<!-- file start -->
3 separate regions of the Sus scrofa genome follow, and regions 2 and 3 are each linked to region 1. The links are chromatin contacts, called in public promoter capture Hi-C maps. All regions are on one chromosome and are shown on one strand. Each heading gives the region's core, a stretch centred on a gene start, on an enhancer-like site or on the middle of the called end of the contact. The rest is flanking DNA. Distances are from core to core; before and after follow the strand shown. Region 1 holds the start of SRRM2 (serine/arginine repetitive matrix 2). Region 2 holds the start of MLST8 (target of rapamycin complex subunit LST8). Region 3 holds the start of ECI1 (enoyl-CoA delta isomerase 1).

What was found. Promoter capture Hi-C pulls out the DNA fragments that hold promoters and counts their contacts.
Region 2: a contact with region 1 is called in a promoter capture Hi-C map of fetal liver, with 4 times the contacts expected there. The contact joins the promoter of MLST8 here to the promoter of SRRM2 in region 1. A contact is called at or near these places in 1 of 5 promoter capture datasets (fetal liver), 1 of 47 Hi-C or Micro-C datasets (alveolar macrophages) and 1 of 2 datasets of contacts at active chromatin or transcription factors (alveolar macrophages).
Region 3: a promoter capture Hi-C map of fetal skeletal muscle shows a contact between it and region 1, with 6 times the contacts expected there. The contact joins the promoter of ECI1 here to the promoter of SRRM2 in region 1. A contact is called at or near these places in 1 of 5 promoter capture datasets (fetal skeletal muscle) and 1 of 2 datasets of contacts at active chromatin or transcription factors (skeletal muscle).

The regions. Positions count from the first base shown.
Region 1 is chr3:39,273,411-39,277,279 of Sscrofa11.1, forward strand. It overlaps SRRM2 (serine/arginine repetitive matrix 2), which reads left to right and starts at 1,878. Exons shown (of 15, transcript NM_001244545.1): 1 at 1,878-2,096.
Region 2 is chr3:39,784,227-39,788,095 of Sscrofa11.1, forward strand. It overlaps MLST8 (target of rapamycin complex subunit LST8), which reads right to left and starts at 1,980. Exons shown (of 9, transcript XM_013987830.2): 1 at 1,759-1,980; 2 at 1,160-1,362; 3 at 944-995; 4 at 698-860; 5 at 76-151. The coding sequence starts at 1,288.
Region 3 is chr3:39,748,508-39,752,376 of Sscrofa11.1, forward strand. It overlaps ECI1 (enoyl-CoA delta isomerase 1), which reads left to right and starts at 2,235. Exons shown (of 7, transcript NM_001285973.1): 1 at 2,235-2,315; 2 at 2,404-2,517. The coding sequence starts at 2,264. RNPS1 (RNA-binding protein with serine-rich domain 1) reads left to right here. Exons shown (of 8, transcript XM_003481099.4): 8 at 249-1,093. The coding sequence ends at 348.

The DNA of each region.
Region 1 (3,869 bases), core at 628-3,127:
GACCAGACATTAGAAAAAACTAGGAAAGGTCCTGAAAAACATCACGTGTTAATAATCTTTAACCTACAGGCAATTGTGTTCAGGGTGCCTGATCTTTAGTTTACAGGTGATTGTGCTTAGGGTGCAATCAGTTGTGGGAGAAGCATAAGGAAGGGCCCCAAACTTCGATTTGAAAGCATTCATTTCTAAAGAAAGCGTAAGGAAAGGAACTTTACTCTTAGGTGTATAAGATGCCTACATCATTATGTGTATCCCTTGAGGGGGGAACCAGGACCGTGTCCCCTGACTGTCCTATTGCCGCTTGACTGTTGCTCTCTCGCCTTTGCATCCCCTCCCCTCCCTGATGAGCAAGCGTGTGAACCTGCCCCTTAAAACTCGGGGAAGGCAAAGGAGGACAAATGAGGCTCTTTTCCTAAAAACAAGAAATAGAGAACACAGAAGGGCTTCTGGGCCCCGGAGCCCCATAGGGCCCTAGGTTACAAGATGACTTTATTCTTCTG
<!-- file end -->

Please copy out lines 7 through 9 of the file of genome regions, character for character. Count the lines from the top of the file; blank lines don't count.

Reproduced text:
Region 2 is chr3:39,784,227-39,788,095 of Sscrofa11.1, forward strand. It overlaps MLST8 (target of rapamycin complex subunit LST8), which reads right to left and starts at 1,980. Exons shown (of 9, transcript XM_013987830.2): 1 at 1,759-1,980; 2 at 1,160-1,362; 3 at 944-995; 4 at 698-860; 5 at 76-151. The coding sequence starts at 1,288.
Region 3 is chr3:39,748,508-39,752,376 of Sscrofa11.1, forward strand. It overlaps ECI1 (enoyl-CoA delta isomerase 1), which reads left to right and starts at 2,235. Exons shown (of 7, transcript NM_001285973.1): 1 at 2,235-2,315; 2 at 2,404-2,517. The coding sequence starts at 2,264. RNPS1 (RNA-binding protein with serine-rich domain 1) reads left to right here. Exons shown (of 8, transcript XM_003481099.4): 8 at 249-1,093. The coding sequence ends at 348.

The DNA of each region.